Fifteen years after his three brothers were killed in Serbia,...

Fifteen years after his three brothers were killed in Serbia, Fatose Bytyqi of Hampton Bays is still trying to bring their killers to justice. Credit: Newsday / John Paraskevas

After 15 years and many setbacks, Fatose Bytyqi hasn't given up his quest for justice in the murder of his three brothers, who were found shot in the back of their heads atop a mass grave in Serbia.

Ylli, Agron and Mehmet Bytyqi, all from Hampton Bays and in their early 20s, had joined 400 other Albanian-Americans in April 1999 to fight Serbian forces that were killing and pushing out ethnic Albanians living in Kosovo.

After the war ended six weeks later, the brothers went on a mission of mercy that ultimately led to their execution in July 1999 at a Serbian special police training camp.

No one has been convicted of their deaths, despite pressure from the U.S. State Department, the Justice Department and human rights groups.

Fatose Bytyqi said he has a special obligation to push for the killers' prosecution: His brothers went to Kosovo in part to protect him, his mother and sister, who were living there at the start of the war.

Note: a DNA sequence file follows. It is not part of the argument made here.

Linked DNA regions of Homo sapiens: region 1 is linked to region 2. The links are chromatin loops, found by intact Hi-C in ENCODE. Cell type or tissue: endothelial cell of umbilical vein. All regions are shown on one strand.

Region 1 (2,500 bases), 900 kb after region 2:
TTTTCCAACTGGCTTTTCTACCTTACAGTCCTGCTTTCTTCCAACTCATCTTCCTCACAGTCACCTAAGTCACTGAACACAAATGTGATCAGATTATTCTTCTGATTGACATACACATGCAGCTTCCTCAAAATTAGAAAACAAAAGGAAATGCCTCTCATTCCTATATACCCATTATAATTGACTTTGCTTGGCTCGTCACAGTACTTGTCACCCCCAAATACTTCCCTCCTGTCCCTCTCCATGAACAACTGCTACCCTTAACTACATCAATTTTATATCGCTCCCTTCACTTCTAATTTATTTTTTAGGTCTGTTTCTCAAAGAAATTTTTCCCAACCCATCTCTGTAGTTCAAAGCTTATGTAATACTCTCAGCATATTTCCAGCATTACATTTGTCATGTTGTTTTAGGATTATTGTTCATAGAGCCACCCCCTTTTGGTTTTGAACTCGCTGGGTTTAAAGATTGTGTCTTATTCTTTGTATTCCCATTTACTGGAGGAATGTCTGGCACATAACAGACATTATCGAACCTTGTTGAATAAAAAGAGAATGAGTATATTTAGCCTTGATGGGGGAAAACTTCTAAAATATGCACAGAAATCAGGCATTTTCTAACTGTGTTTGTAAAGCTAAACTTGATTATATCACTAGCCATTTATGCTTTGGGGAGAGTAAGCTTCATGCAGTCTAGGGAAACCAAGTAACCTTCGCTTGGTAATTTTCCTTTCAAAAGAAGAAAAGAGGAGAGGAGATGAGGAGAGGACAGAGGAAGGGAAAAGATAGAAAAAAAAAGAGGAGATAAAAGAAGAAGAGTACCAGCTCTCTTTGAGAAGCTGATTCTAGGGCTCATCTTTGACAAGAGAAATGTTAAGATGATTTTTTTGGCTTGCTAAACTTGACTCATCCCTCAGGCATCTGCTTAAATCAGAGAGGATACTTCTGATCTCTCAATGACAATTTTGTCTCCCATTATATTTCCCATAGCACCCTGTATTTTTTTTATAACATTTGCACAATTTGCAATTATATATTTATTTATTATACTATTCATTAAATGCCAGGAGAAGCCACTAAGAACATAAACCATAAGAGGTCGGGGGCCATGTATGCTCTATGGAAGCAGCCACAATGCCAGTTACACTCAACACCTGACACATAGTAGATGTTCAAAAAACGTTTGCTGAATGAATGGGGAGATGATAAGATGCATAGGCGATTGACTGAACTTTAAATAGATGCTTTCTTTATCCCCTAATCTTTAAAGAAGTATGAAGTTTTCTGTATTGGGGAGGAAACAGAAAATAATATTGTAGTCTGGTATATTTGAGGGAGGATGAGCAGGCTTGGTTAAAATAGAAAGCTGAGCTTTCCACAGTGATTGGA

"They came to help me. Now I must come to help them," said Bytyqi, 35, a 7-Eleven manager who lives in Hampton Bays.

"The people who kill my brothers, they did some major crimes in Serbia," he said in English, which he's still mastering. "And today they are free."

The Bytyqi family and supporters will renew the call for justice Monday at Southampton Town Hall while marking the 15th anniversary of the deaths. Rep. Tim Bishop (D-Southampton) will discuss his House resolution demanding Serbia prosecute the killers.

"This is the only case I know where U.S. citizens were taken and assassinated and where no meaningful investigation or prosecution has occurred," said former Ambassador Robert Barry, a Bytyqi adviser who once headed the U.S. mission to Bosnia and Herzegovina.

Serbian and U.S. officials acknowledged Bytyqi's frustration. They said they have arranged high-level meetings for him, granted the Serbian passport that he sought and are actively pursuing the case.

"This case remains at the top of our bilateral agenda with Serbia," said Jonathan Moore, the State Department's office director for South Central Europe.

U.S. ambassador to Serbia Michael Kirby and others have raised the issue often with Serbian officials, including the new prime minister, he said.

"Prime Minister [Aleksandar] Vucic told us in May that we would see progress in this case this summer," Moore said.

Barry said Serbia also might be spurred to act by its bid to join the European Union, which requires adherence to rule of law for membership.

Bytyqi is skeptical. He said Vucic told him when they met in December that he would get to the case but that it's "risky" because of Serbian politics.

"I am not fooled by that promise," he said recalling past pledges. "They keep telling us that they are going to do something, and nothing happens."